Saturday, June 20, 2009

Artist Profile: Yoko Ono

There is so much to be said on legendary avant-garde artist Yoko Ono and her fascinating life. She entered the public eye as the wife of Beatle John Lennon, but was a successful visual and performance artist in her own right before meeting him. She had her first solo gallery show in 1961, a rarity for a woman artist during that era. Also a classically trained musician, Yoko recorded albums on her own as well as with Lennon.
One of the wonderful things about Yoko Ono's art is its inclusiveness. She urges her audience out of passive viewing and encourages them to participate in the creative process. For example in her book grapefruit: A Book of Instructions and Drawings by Yoko Ono the artist asks us to do such things as breathe, imagine ourselves as rubber, or cut a piece of paper. Her work really shifts the way one thinks about art. Ono's work ranges from minimalist text pieces to elaborate sculptures and outdoor installations.
Ono is also known for her performance pieces, one of the best known being Cut Piece where the artist sat on an empty stage fully clothed and invited members of the audience to cut her clothes off with scissors.

Yoko Ono lives and works in New York, and exhibits in museums and galleries worldwide. She still records music, and some of her earlier songs have been remixed and given new life as club anthems. She also rerecorded some of her songs with musicians such as Cat Power and The Flaming Lips for her recent album Yes, I'm a Witch . She's an art icon who constantly reinvents herself and pushes the envelope.

Learn more about Yoko Ono and her life's work:

Thursday, June 11, 2009

Marissa's Latest: Miz Lucille

Her name is Miz Lucille, and she's the first in a series of outdoor pieces I'm creating. The cutout is watercolor and gouache on paper, and the train is yarn and ribbons. It was made to hang from a tree, and is part of some work I've been doing for the past few years around healing images of Blacks being lynched. It's a part of our history, and I can remember seeing these disturbing images repeatedly from a very young age, in documentaries, posters sold up in Harlem, or history books.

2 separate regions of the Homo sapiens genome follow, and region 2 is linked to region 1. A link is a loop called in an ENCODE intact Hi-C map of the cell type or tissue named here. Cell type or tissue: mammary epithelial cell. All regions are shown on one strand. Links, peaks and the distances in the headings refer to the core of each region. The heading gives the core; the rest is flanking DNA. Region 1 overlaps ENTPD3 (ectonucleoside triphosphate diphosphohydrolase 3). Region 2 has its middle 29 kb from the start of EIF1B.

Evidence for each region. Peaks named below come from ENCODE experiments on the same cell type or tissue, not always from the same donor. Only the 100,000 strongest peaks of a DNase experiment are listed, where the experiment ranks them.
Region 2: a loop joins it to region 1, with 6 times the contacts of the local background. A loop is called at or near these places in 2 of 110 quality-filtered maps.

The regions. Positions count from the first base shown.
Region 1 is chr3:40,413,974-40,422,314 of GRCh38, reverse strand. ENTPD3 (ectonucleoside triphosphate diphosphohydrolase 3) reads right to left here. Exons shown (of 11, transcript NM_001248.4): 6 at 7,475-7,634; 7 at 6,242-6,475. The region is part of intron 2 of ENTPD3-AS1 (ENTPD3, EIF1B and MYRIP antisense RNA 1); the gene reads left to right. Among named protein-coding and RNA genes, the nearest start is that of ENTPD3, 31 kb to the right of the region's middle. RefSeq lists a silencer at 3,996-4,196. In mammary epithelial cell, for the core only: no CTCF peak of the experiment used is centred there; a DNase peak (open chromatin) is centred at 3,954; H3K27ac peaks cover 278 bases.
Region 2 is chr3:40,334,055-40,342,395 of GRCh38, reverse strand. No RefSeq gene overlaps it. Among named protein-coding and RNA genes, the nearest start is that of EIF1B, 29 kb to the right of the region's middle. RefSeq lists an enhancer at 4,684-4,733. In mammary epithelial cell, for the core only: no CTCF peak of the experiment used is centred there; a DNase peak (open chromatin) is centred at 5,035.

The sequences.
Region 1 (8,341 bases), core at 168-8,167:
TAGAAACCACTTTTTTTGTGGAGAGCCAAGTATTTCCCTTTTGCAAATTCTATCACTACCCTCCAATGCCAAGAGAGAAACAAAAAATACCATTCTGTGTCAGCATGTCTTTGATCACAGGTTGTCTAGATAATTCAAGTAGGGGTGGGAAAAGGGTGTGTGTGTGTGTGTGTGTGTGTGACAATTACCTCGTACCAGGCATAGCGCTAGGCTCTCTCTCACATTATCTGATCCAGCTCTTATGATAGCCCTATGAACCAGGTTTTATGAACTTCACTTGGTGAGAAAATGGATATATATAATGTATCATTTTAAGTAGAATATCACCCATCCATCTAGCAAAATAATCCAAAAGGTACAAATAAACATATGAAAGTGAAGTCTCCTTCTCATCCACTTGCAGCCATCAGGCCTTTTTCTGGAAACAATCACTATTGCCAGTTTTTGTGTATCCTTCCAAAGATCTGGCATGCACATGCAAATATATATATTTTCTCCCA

I felt many intense emotions when seeing an image of a lynched person, one of the main ones being helplessness. There was nothing I could do. This person had been murdered in cold blood and ripped away from their family decades ago. For years, I've been collecting these images and finding different ways to view them (Considering who this person was before their death, the beauty of the scenery in these photographs, the time of day the incident occurs), and now I'm finding new ways to recreate them. Miz Lucille represents a different kind of "strange fruit": she hangs from a tree, but is very much alive and in vibrant color. I wanted this image of a Black person hanging from a tree to project happiness. I wanted her to represent not the ugliness of that moment, but the beautiful spirit that left that lynched person's body and is at peace, watching over us.
My plan is to make a whole set of these figures, and do outdoor installations where trees are filled with them.

Friday, June 5, 2009

Now Showing: Kerry James Marshall

Have you ever read a book covering the history of a particular time or place, and begun to contemplate parts of the story that were left out? What was omitted to make a certain figure appear heroic, or to make a certain era seem romantic? African American artist Kerry James Marshall's mural at the San Francisco Museum of Modern Art is the visual equivalent of reading between the lines.
Most people know that George Washington, America's much revered first president, owned slaves. This is a fact that is acknowledged, but often quickly glossed over in history books and documentaries. Marshall, in collaboration with San Francisco's own Precita Eyes muralists, has created his own documentation of this reality, writ larger than life, making it virtually impossible to look away. The two murals, conceived by Kerry James Marshall and painted by Precita Eyes, place Black people in every part of the seemingly happy and colorful landscape. They are in the trees, the ocean, the land, and Black faces create connect-the-dots puzzles throughout the two murals, positioned high overhead in the main lobby of the MoMA.
The murals depict the sprawling estates of our country's "founding fathers," and George Washington and Thomas Jefferson each tower over their plantation homes. Thomas Jefferson is positioned in such a way that when one walks directly under the mural, his eyes appear to shift and he looks to the right. Both murals are a Where's Waldo of stories, maps, and clues.
If you're in the Bay Area, this captivating mural is a must-see. For more information, log onto the SF MoMA's website:

And for more information on the amazing Precita Eyes muralists: